FIGS. 10 and 11 illustrate use of the wiring module and the telephone outlet jack. The wires 53A which are terminated to the terminals 6 are telephone wires which are routed from point to point within a building and project through wall openings in which telephone outlet jacks are to be provided. Since each terminal 6 has the capacity for terminating two wires, plural telephone wires may be spliced directly in the terminal so that plural telephone jacks may be coupled together with lengths of telephone wires. Once the wiring module 1 is installed on the telephone wires 53A, another type of cover 98 may be assembled to the wiring module 1. The cover 98 is similar to the cover 55, in that it is provided with the latching arm 56 which retain the latches 49 of the base 2 in the slots 59. The shelf 78 also is provided in the cover 98, with the grooves 84 in the shelf receiving the circuit portions 4 similarly as in the description of the cover 55. Cover 98 includes the profile opening 88 into which a jack 90 is pluggably received. Encircling the profile opening 88 is a face plate 100 molded integral with the remainder of the housing 98, and of the type for covering a wall opening. Once the cover 98 and wiring module 1 are assembled together, they are reinserted behind the wall opening, and within a metal receptacle box 102 which customarily lines the wall opening and protects the terminated portions of the wires 53A. Threaded fasteners 104 then secure the face plate 100 to the box 102 flush with the exposed surface of the wall. Since only small portions of the wires 53A are consumed in the wire terminations, adequate slack wire is reinserted into the box 102 and made available for subsequent repairs. Similarly, when telephone wires have been foreshortened by repeated repairs, termination of the foreshortened wires to the terminals of the wiring module 1 is readily accomplished with minimum wire consumption.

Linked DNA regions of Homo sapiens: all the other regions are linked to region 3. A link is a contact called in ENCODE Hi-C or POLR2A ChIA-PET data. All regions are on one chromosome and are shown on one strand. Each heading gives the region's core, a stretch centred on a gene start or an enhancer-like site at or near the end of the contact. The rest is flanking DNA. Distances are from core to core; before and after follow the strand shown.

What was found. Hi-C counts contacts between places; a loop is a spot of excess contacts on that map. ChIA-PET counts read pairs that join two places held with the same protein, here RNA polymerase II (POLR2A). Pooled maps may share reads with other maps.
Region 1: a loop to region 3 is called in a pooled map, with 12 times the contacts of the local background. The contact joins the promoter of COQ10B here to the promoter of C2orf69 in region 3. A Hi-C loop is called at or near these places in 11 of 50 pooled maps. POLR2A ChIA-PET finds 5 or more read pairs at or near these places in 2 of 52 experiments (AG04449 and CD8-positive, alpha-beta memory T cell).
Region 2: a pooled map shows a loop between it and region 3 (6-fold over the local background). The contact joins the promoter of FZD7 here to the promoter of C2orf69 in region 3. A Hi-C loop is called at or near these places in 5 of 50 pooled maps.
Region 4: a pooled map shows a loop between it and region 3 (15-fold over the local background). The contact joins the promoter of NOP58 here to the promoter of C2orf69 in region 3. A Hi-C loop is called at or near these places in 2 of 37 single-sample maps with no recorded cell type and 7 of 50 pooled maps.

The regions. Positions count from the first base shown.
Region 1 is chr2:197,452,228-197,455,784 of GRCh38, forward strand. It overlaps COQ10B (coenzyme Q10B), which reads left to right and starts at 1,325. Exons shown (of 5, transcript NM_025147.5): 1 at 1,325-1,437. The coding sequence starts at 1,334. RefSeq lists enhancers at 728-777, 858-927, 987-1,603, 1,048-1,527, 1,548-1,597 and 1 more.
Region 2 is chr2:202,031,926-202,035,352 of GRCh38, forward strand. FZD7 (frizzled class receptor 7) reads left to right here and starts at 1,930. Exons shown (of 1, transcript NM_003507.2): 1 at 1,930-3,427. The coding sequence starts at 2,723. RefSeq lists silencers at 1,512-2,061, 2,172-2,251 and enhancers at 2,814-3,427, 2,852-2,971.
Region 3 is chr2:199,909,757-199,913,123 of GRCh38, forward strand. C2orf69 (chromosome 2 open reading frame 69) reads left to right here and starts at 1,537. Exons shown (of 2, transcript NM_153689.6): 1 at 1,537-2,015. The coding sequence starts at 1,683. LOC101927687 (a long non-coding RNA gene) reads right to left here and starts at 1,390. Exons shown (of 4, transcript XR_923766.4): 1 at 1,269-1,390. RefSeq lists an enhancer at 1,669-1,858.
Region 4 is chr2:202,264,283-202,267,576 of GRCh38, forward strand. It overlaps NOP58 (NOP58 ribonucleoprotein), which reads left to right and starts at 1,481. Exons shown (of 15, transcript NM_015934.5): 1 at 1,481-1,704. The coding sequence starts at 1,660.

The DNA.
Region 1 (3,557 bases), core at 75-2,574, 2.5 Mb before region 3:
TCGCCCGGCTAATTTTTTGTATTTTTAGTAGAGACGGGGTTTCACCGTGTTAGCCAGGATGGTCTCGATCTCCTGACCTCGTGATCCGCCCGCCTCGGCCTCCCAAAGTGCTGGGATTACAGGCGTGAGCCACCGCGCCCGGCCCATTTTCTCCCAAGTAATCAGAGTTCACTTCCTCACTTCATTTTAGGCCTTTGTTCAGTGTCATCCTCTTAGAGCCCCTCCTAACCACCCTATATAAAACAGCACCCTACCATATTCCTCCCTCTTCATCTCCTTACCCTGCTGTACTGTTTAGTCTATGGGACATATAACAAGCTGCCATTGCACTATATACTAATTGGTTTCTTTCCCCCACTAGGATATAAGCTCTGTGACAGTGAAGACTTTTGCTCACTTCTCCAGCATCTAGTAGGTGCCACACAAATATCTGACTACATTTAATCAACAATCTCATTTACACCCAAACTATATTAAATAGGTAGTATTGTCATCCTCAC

FIG. 12 illustrates another type of cover 106 projecting outwardly of a face plate 108. The terminated wires 53A project through an opening 110 in the face plate. Slack wire can remain in front of the face plate 108 after the same is secured over a wall opening. Alternatively, slack wiring may be reinserted through the opening 110 to lie behind the face plate. An auxiliary cover 112, provided with resilient latches, one of which is shown at 114, is assembled over the remainder of the wiring module 1 which protudes outwardly of the cover 106. The arms 114 resiliently snap and lock into latching recesses 116 provided in the face plate 108. The assembly provides a telephone outlet receptacle wherein the universal jack opening faces vertically downward.
Although preferred embodiments of the present invention are shown and described in detail, other embodiments and modifications thereof which would be apparent to one having ordinary skill in the art are intended to be covered by the spirit and scope of the claims.
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|U.S. Classification||439/406, 439/405, 439/536|
|International Classification||H01R13/58, H01R13/506, H01R13/26, H01R27/00, H01R4/24, H01R13/74|
|Cooperative Classification||H01R2201/16, H01R27/00, H01R13/26, H01R13/506, H01R4/2416, H01R13/58, H01R13/74|
|May 31, 1983||AS||Assignment|
Owner name: AMP INCORPORATED, P.O. BOX 3608, HARRISBURG, PA. 1
Free format text: ASSIGNMENT OF ASSIGNORS INTEREST.;ASSIGNOR:TUTLE, SANDRA G.;REEL/FRAME:004131/0133
Effective date: 19830517
Owner name: AMP INCORPORATED, P.O. BOX 3608, HARRISBURG, PA. 1
Free format text: ASSIGNMENT OF ASSIGNORS INTEREST;ASSIGNOR:TUTLE, SANDRA G.;REEL/FRAME:004131/0133
Effective date: 19830517
|Feb 14, 1984||CC||Certificate of correction|